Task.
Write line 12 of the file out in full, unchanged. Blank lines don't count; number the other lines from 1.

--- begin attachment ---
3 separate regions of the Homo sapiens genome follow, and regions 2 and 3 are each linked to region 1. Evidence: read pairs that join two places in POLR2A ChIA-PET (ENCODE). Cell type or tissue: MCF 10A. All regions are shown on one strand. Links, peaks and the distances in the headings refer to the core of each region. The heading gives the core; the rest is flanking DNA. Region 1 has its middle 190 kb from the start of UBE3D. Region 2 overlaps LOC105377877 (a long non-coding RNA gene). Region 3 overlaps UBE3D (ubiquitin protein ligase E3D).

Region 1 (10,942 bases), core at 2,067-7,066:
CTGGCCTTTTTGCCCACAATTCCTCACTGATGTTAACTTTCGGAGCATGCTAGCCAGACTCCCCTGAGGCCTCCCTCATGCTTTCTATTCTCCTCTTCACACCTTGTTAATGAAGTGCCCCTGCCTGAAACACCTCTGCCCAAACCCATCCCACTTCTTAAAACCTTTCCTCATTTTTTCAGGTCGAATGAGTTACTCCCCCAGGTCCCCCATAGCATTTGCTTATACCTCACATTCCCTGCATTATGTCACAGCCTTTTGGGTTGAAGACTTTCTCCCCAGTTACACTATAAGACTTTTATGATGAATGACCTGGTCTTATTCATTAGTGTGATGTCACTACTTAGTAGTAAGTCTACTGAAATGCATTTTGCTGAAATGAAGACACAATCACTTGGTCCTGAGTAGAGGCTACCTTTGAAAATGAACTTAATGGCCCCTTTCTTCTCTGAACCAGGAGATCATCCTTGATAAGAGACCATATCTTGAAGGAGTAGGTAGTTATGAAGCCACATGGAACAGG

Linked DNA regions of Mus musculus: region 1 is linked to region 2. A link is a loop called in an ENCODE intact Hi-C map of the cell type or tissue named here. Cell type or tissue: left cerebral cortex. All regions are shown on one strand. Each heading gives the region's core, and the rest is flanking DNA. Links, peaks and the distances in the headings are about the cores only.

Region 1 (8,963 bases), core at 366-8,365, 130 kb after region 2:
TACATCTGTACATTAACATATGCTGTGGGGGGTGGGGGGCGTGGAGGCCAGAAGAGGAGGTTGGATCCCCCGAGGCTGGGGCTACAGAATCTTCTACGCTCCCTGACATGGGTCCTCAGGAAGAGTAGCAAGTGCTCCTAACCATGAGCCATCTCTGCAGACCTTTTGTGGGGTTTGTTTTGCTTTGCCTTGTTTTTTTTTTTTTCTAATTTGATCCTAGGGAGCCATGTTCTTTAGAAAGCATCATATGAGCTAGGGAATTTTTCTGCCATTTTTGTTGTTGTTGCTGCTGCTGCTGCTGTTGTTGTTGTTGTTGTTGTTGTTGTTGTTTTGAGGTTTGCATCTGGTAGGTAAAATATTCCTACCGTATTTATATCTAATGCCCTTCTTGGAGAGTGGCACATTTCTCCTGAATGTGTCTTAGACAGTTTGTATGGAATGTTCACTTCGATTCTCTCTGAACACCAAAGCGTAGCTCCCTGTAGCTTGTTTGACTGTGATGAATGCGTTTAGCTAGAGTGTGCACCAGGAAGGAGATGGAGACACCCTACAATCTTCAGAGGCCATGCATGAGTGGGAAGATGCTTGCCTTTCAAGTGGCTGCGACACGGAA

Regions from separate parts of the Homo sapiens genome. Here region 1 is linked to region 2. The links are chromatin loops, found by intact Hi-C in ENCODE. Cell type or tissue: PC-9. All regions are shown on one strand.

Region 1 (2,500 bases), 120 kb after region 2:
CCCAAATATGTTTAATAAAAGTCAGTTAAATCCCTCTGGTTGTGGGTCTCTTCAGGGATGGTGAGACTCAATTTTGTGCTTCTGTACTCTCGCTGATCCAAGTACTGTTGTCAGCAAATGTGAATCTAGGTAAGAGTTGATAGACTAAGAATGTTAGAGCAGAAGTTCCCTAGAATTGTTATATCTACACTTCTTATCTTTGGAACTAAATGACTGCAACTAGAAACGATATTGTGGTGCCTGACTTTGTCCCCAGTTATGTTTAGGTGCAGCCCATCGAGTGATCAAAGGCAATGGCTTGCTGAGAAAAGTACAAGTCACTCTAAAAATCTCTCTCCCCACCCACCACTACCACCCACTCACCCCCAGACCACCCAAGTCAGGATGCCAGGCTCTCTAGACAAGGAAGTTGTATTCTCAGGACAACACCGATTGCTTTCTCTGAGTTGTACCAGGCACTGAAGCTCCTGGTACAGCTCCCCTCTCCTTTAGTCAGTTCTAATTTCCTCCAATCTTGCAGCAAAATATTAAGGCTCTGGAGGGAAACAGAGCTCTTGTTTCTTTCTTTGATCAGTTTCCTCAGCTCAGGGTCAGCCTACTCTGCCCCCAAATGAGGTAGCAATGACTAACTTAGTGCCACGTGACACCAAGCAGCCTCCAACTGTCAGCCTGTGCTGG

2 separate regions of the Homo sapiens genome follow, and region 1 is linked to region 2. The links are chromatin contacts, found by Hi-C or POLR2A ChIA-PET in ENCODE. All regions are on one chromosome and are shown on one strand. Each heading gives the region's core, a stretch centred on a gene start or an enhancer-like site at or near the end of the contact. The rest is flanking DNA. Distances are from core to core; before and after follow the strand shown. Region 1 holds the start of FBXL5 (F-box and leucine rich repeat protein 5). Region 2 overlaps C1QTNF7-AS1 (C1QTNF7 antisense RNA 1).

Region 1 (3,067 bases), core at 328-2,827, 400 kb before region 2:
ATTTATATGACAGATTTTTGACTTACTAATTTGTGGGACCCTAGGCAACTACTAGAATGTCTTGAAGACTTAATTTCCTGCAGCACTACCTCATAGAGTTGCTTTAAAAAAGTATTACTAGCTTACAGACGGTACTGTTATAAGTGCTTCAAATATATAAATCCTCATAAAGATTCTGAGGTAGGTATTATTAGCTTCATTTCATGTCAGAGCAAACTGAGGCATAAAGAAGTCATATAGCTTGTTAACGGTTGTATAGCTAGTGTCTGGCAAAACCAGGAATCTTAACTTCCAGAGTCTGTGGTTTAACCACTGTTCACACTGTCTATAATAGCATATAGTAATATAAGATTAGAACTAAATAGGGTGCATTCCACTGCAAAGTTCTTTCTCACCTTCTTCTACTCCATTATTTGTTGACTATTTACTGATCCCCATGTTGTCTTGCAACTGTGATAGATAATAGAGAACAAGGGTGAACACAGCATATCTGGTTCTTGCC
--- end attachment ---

ATTTATATGACAGATTTTTGACTTACTAATTTGTGGGACCCTAGGCAACTACTAGAATGTCTTGAAGACTTAATTTCCTGCAGCACTACCTCATAGAGTTGCTTTAAAAAAGTATTACTAGCTTACAGACGGTACTGTTATAAGTGCTTCAAATATATAAATCCTCATAAAGATTCTGAGGTAGGTATTATTAGCTTCATTTCATGTCAGAGCAAACTGAGGCATAAAGAAGTCATATAGCTTGTTAACGGTTGTATAGCTAGTGTCTGGCAAAACCAGGAATCTTAACTTCCAGAGTCTGTGGTTTAACCACTGTTCACACTGTCTATAATAGCATATAGTAATATAAGATTAGAACTAAATAGGGTGCATTCCACTGCAAAGTTCTTTCTCACCTTCTTCTACTCCATTATTTGTTGACTATTTACTGATCCCCATGTTGTCTTGCAACTGTGATAGATAATAGAGAACAAGGGTGAACACAGCATATCTGGTTCTTGCC